By Nathan Driskell, Student Reporter
Saturday, the university will send students out into the city for Service Saturday for the second time this semester, with a focus on its immediate neighbors.
About a year ago, the Service Action Leadership Team redirected the majority of its service projects to aid the neighborhoods surrounding ACU, said Nancy Coburn, SALT adviser.
“You can’t ignore your geographic neighbor in an attempt to serve the other ways that you can define ‘neighbor,'” said Coburn, also the director of the Volunteer Service-Learning Center.
“It would be like the man who was on the side of the road when the Samaritan stopped, and we would be like the ones before him, who just went by,” she said. “We can’t go by them anymore.”
Coburn said about two-thirds of SALT’s organized service events are focused on the neighborhood, but students also go in various-sized groups to major local organizations in need of help, including Salvation Army, Day Nursery of Abilene and Habitat for Humanity.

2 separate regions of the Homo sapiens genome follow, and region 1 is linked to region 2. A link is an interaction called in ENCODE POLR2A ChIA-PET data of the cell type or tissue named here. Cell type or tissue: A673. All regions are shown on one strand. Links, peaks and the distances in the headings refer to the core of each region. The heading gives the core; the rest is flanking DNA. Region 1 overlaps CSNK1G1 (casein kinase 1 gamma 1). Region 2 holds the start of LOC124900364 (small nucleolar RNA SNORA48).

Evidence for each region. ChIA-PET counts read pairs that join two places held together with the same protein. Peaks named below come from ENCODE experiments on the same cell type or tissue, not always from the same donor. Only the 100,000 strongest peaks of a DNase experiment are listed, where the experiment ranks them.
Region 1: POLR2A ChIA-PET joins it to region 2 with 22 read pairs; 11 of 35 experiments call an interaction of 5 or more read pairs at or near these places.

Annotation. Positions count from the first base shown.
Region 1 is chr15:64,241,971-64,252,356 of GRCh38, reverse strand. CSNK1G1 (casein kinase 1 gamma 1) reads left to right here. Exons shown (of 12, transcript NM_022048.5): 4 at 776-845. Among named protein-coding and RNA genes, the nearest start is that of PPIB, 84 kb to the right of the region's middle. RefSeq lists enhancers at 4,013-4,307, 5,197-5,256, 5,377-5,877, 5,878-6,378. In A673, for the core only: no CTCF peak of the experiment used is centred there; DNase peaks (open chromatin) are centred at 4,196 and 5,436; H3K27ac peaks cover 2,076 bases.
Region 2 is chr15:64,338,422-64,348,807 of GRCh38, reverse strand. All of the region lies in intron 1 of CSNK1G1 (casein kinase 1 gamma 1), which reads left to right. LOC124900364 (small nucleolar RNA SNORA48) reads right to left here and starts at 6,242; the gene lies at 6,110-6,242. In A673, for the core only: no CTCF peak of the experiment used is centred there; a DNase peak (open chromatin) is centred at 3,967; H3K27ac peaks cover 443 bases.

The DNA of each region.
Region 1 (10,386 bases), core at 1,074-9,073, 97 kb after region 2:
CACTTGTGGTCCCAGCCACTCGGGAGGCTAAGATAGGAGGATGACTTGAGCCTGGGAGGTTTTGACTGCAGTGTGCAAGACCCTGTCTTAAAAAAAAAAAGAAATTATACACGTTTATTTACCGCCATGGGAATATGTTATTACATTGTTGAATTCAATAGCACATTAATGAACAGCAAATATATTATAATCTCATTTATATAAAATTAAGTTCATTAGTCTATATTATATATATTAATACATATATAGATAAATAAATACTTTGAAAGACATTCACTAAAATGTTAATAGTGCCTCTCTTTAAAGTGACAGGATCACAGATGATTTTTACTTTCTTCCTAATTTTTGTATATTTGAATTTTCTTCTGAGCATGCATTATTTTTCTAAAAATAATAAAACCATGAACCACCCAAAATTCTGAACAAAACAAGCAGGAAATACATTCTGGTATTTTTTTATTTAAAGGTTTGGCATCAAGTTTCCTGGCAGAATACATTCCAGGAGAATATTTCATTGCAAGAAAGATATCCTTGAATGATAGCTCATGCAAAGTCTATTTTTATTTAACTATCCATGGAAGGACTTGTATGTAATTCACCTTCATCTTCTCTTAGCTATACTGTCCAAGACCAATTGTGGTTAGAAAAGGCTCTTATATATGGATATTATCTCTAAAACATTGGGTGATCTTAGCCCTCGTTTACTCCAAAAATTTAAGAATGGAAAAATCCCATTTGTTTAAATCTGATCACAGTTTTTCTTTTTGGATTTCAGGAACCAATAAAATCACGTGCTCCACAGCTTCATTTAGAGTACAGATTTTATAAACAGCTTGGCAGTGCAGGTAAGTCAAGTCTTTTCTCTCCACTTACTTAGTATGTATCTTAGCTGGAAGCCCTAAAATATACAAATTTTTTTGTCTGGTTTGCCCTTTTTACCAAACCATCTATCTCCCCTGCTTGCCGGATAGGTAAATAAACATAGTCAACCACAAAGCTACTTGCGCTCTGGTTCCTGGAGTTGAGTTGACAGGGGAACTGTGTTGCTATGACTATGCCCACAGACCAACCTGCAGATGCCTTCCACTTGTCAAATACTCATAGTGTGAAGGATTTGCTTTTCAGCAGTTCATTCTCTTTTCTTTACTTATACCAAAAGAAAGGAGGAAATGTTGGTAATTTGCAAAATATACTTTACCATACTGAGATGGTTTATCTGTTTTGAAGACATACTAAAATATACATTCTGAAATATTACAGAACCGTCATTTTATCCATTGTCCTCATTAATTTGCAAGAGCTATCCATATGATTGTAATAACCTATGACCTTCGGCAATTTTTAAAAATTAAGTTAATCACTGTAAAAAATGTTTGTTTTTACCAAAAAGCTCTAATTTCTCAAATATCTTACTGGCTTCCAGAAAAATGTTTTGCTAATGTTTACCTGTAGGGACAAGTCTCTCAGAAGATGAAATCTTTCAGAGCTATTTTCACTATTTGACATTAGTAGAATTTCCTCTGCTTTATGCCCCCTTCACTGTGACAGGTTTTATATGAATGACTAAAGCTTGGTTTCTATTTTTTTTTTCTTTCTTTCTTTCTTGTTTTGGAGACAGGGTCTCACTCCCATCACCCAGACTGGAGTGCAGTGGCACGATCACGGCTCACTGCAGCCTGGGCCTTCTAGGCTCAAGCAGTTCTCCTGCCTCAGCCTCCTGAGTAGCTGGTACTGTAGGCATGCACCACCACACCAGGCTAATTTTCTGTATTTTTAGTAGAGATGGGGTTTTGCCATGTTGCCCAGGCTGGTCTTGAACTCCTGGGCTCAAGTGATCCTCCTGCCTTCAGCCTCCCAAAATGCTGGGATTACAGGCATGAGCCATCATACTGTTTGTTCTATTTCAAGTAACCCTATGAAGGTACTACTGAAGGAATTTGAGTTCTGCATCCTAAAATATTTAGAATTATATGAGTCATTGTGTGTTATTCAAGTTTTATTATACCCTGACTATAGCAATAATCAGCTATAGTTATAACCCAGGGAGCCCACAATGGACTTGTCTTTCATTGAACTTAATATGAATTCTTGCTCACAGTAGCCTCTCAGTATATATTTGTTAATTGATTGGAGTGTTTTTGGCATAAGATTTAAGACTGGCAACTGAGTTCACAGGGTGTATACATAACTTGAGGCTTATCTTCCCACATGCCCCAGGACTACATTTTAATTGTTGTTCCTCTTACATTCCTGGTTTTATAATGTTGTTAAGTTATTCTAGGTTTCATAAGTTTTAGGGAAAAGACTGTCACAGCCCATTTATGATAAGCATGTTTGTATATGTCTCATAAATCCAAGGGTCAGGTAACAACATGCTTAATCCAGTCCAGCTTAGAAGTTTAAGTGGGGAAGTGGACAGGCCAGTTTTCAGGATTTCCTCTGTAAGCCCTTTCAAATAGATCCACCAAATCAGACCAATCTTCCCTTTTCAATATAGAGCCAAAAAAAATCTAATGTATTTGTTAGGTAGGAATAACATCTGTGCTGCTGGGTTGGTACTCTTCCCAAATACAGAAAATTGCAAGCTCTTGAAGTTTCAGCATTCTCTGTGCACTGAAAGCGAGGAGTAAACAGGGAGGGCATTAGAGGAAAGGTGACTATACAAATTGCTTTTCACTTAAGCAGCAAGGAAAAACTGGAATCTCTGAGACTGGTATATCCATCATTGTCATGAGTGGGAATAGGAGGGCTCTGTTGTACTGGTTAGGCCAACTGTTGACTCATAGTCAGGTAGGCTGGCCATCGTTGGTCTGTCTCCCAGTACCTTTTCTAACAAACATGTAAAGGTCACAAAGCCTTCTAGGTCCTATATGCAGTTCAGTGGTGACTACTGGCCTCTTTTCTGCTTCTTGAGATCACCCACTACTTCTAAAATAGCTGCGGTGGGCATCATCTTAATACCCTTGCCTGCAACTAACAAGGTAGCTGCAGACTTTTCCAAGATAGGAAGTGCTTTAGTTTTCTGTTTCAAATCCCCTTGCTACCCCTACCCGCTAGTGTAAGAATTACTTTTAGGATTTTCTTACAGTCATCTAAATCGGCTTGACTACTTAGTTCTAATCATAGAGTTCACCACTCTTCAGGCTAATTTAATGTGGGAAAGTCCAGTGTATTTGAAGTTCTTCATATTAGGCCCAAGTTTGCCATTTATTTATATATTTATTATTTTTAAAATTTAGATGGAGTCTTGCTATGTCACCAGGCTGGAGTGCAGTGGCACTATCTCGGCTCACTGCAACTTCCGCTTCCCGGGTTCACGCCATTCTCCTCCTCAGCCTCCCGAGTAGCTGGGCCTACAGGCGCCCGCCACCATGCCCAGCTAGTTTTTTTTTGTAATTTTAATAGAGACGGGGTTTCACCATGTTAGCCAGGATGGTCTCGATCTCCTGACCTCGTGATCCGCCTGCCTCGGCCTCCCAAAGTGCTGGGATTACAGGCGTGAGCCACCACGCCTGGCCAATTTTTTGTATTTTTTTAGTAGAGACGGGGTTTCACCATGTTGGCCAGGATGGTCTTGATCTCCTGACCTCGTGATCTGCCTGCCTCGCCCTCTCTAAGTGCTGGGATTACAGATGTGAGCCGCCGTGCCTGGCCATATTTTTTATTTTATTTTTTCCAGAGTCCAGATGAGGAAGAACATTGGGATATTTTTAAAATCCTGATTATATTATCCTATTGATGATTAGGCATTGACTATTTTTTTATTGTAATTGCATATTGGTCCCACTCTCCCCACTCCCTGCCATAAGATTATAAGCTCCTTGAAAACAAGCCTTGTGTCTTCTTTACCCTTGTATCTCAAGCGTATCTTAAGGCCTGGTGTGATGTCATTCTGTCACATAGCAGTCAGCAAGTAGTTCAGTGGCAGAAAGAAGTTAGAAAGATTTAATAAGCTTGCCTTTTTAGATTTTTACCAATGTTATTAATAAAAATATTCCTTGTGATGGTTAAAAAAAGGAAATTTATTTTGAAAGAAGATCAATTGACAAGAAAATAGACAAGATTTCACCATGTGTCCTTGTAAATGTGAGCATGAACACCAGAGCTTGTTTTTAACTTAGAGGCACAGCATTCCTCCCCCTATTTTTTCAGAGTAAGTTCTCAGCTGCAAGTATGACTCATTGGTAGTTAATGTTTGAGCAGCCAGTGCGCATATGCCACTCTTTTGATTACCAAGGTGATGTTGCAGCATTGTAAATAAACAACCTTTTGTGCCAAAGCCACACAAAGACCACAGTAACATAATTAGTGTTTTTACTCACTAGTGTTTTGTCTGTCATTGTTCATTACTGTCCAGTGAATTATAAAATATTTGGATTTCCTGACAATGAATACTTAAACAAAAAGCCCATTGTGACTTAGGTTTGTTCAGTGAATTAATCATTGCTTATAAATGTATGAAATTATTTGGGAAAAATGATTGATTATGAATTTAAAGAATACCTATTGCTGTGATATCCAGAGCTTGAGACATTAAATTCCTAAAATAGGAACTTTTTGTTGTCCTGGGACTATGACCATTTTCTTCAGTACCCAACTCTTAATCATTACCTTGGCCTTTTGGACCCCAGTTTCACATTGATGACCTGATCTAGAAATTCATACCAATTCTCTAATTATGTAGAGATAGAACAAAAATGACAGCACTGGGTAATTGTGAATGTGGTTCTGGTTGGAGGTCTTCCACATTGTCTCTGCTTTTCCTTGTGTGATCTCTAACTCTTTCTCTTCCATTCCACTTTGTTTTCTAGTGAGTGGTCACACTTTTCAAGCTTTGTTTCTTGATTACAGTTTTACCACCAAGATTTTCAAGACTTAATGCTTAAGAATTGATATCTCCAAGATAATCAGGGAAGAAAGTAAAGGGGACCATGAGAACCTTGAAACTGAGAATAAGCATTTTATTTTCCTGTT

“Our goal is for [students] to find some place they love and enjoy and that really clicks with them that they can do on and on,” Coburn said.
Kelly Klinkerman, committee chair for SALT’s Service Saturday committee, said students often overlook their immediate neighbors when looking for a place to serve.
“A lot of students live out in the neighborhoods, and they won’t even say hello to people, and we just want to say, ‘Well, how can we foster that relationship between our campus and our community?'” Klinkerman said.
Twice a year, the VSLC sends out a notice to its mailing list of organizations announcing the upcoming dates in the semester for Service Saturday, when large numbers of students will be sent into the community with various missions of service. The VSLC also sets up a special phone line for people in the neighborhood to call if they need work done around their houses and yards. Coburn said students often come to the aid of widows or poor families with children in the neighborhood in need of help.
“They were just waiting and hoping and praying that someone could help them sometime soon, and then here are some college students that show up at their door, and they’re like, ‘Yeah! This is great!'” Coburn said.
“It’s so fun to watch that and see where there’s a need and someone offering to meet the need, and there they go.”